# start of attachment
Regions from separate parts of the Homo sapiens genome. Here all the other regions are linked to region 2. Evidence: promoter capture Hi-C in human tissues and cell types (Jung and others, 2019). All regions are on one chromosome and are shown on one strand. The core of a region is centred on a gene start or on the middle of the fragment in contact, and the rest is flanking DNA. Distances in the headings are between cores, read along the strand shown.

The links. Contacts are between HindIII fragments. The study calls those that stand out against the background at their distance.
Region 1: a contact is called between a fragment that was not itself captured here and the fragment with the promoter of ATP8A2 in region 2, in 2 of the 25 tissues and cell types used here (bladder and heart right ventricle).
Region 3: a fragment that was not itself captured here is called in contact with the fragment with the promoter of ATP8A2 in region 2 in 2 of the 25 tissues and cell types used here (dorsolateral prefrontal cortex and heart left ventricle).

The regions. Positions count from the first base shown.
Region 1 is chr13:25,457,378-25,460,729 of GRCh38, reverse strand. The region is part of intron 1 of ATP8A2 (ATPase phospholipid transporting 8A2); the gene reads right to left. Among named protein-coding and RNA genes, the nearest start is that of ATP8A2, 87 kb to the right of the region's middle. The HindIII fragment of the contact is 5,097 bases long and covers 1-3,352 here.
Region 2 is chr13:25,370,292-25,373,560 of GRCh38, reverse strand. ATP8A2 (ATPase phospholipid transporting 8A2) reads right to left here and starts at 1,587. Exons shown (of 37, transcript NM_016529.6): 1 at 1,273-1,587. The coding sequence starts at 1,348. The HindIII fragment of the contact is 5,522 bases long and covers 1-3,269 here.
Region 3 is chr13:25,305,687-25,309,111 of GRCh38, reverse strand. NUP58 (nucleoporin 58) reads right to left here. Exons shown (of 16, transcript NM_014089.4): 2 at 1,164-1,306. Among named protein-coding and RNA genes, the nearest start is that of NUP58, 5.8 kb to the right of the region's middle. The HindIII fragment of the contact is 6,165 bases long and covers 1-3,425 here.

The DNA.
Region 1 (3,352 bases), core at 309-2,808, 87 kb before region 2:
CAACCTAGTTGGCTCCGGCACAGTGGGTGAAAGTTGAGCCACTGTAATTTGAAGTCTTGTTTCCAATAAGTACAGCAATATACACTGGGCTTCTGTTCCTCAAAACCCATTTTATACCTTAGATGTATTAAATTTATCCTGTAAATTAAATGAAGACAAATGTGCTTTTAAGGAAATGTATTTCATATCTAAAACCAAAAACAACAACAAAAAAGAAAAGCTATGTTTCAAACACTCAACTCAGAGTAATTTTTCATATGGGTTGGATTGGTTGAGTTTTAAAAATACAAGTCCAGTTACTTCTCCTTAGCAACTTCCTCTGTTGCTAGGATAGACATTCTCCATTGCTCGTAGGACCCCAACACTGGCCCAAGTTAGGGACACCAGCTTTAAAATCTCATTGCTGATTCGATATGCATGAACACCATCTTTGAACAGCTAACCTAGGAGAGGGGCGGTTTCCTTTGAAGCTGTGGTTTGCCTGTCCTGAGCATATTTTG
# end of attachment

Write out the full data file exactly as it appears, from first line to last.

Regions from separate parts of the Homo sapiens genome. Here all the other regions are linked to region 2. Evidence: promoter capture Hi-C in human tissues and cell types (Jung and others, 2019). All regions are on one chromosome and are shown on one strand. The core of a region is centred on a gene start or on the middle of the fragment in contact, and the rest is flanking DNA. Distances in the headings are between cores, read along the strand shown.

The links. Contacts are between HindIII fragments. The study calls those that stand out against the background at their distance.
Region 1: a contact is called between a fragment that was not itself captured here and the fragment with the promoter of ATP8A2 in region 2, in 2 of the 25 tissues and cell types used here (bladder and heart right ventricle).
Region 3: a fragment that was not itself captured here is called in contact with the fragment with the promoter of ATP8A2 in region 2 in 2 of the 25 tissues and cell types used here (dorsolateral prefrontal cortex and heart left ventricle).

The regions. Positions count from the first base shown.
Region 1 is chr13:25,457,378-25,460,729 of GRCh38, reverse strand. The region is part of intron 1 of ATP8A2 (ATPase phospholipid transporting 8A2); the gene reads right to left. Among named protein-coding and RNA genes, the nearest start is that of ATP8A2, 87 kb to the right of the region's middle. The HindIII fragment of the contact is 5,097 bases long and covers 1-3,352 here.
Region 2 is chr13:25,370,292-25,373,560 of GRCh38, reverse strand. ATP8A2 (ATPase phospholipid transporting 8A2) reads right to left here and starts at 1,587. Exons shown (of 37, transcript NM_016529.6): 1 at 1,273-1,587. The coding sequence starts at 1,348. The HindIII fragment of the contact is 5,522 bases long and covers 1-3,269 here.
Region 3 is chr13:25,305,687-25,309,111 of GRCh38, reverse strand. NUP58 (nucleoporin 58) reads right to left here. Exons shown (of 16, transcript NM_014089.4): 2 at 1,164-1,306. Among named protein-coding and RNA genes, the nearest start is that of NUP58, 5.8 kb to the right of the region's middle. The HindIII fragment of the contact is 6,165 bases long and covers 1-3,425 here.

The DNA.
Region 1 (3,352 bases), core at 309-2,808, 87 kb before region 2:
CAACCTAGTTGGCTCCGGCACAGTGGGTGAAAGTTGAGCCACTGTAATTTGAAGTCTTGTTTCCAATAAGTACAGCAATATACACTGGGCTTCTGTTCCTCAAAACCCATTTTATACCTTAGATGTATTAAATTTATCCTGTAAATTAAATGAAGACAAATGTGCTTTTAAGGAAATGTATTTCATATCTAAAACCAAAAACAACAACAAAAAAGAAAAGCTATGTTTCAAACACTCAACTCAGAGTAATTTTTCATATGGGTTGGATTGGTTGAGTTTTAAAAATACAAGTCCAGTTACTTCTCCTTAGCAACTTCCTCTGTTGCTAGGATAGACATTCTCCATTGCTCGTAGGACCCCAACACTGGCCCAAGTTAGGGACACCAGCTTTAAAATCTCATTGCTGATTCGATATGCATGAACACCATCTTTGAACAGCTAACCTAGGAGAGGGGCGGTTTCCTTTGAAGCTGTGGTTTGCCTGTCCTGAGCATATTTTG